The European discussion on MOOCs is – for various reasons – quite different than the North-American one. This is one reason why this first broadly comparative European report on MOOCs ought to be read carefully. It was launched on March 3rd, 2015. See the executive summary below. Download the entire report from here.
First, the approach and phenomenon was launched in the US, with trials and early errors duly made and noted. As the next stage MOOC development goes global one is likely to see institutional issues and barriers coming to the surface in the discussions and approaches. Second, the European approaches reflect the “public service” philosophy and standards commonly found at institutions of higher learning. As seen from that angle, the MOOCs phenomenon may be not so much an aspect of combatting increasing costs of education as a meaningful tool to overcome institutional and nation-state barriers in an increasingly globalized and networked education world.
Here is the Executive Summary:
Massive Open Online Courses (MOOCs) have continued to attract considerable media coverage as governments and universities respond to the open and online education movement. Three years after the MOOCs began its rise, it is clear that the HE institutions in the EU are gaining speed in this movement.
This report on MOOCs intends to contribute to literature on MOOCs in Europe. Its specific aim is to present data on the perception and objectives of European higher education institutions on MOOCs and the main drivers behind the MOOC movement. In addition, the report makes a comparison with similar studies conducted in the United States in 2013 and 2014 and to data produced by the European University Association (EUA) between October and December 2013. The report made clear that involvement is still increasing, but also that arguments to get involved differ from those in the US.
The main source is a survey conducted by the project HOME – Higher education Online: MOOCs the European way, partly funded by the European Commission’s Lifelong Learning Programme. The survey was conducted in October – December 2014. In total 67 institutions responded out of 22 European countries representing in total about 2.8 millions of students.
Institutional MOOC involvement
Out of participated institutions 71,7% of the institutions has a MOOC or is planning to develop one. While in the US the number of institutions having a MOOC or planning to introduce them has decreased from 14,3% to 13,6%, in Europe it has increased from about 58% in EUA study to 71,7% in this study. This confirms the EUA statement that ‘interest in MOOCs has far from peaked in Europe’. The results of this survey are comparable with the survey from 2013 from EUA. This indicates a steady, but not revolutionary increase in MOOC involvement and opinions during this last year.
Throughout the report the results of the institutions already offering MOOC next to all respondents are discussed to counteract for possible bias. In general only small differences between both groups are observed.
Validating definitions of what’s a MOOC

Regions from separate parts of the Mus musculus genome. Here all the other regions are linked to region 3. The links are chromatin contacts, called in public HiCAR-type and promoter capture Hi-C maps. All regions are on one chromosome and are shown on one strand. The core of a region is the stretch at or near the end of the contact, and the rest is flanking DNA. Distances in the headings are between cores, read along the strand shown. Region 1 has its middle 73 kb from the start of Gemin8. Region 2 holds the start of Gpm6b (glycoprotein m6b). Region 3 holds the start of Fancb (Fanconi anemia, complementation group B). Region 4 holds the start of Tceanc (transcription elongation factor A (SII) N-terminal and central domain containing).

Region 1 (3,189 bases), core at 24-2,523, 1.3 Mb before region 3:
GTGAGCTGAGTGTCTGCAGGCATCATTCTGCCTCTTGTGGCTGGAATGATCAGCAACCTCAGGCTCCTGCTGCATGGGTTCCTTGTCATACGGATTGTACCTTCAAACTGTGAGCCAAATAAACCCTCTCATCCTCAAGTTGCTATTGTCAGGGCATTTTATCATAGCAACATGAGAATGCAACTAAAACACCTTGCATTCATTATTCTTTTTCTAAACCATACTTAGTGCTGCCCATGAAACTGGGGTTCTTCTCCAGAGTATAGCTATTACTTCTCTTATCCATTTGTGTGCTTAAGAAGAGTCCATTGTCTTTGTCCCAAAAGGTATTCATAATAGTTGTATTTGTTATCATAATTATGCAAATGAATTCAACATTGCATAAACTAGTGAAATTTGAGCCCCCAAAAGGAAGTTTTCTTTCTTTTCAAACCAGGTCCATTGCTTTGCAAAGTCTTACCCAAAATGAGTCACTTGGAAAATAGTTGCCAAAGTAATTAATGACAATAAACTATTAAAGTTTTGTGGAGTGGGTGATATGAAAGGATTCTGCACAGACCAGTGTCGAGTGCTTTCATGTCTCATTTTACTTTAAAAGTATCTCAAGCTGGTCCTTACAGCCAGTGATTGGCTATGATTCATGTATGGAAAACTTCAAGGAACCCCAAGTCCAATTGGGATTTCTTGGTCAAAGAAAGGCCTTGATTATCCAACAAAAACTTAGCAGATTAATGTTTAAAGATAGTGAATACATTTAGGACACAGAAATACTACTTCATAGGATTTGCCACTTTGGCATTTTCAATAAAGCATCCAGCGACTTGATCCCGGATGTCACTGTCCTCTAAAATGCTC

It is important to note that MOOCs remain relatively poorly defined. To be able to make assertions about MOOCs, it should also be clear what we mean by a MOOC. This survey is used to shed more light on the importance of each MOOC letter.
A MOOC differs to other open online courses by the number of participants. According to a large majority (71,6%) “MOOCs should provide a sustainable model for the mass”. In addition 50,1% finds it (highly )relevant for their institution that “MOOCs must be designed for massive audience”.
MOOCs can be positioned in the broader development of open education. However, open has many dimensions and can have many interpretations. An essential characteristic of open education is the removal of barriers to education. As such the survey included questions related to several barriers to learning.
The institutions (70%) do not support the idea that MOOCs should be paid for except for getting a formal credit as part of an accredited curriculum. I.e., there is no strong support for a little fee in the MOOC definition. Next a large majority of institutions is supporting the openness in MOOCs regarding open accessibility, open licensing and the freedom to select for different kinds of
Institutional MOOC strategies in Europe EADTU 2015 3
certificates. There seems no agreement on the importance of MOOCs having a fixed start date and/or that self-paced courses can also be called a MOOC. This implies that openness in context of freedom of place, pace and time of study should not be an explicit criteria in the definition of MOOCs. As such MOOCs may have fixed dates or not, depending on the institution’s choice for a particular course.
82,1% of all 67 institutions consider it (highly) relevant that a MOOC should be offered completely online. The majority even support the idea that an exam for a formal credit should be offered online. There is in general less support for the suggestion to support participants who have a weak internet connection.
Also a large majority supports the concept that course content of a MOOC should be accessible anytime and that the courses should be of best quality using proven modern online learning pedagogies. As such a majority of institutions relates the course dimension of MOOCs to courses as in formal education.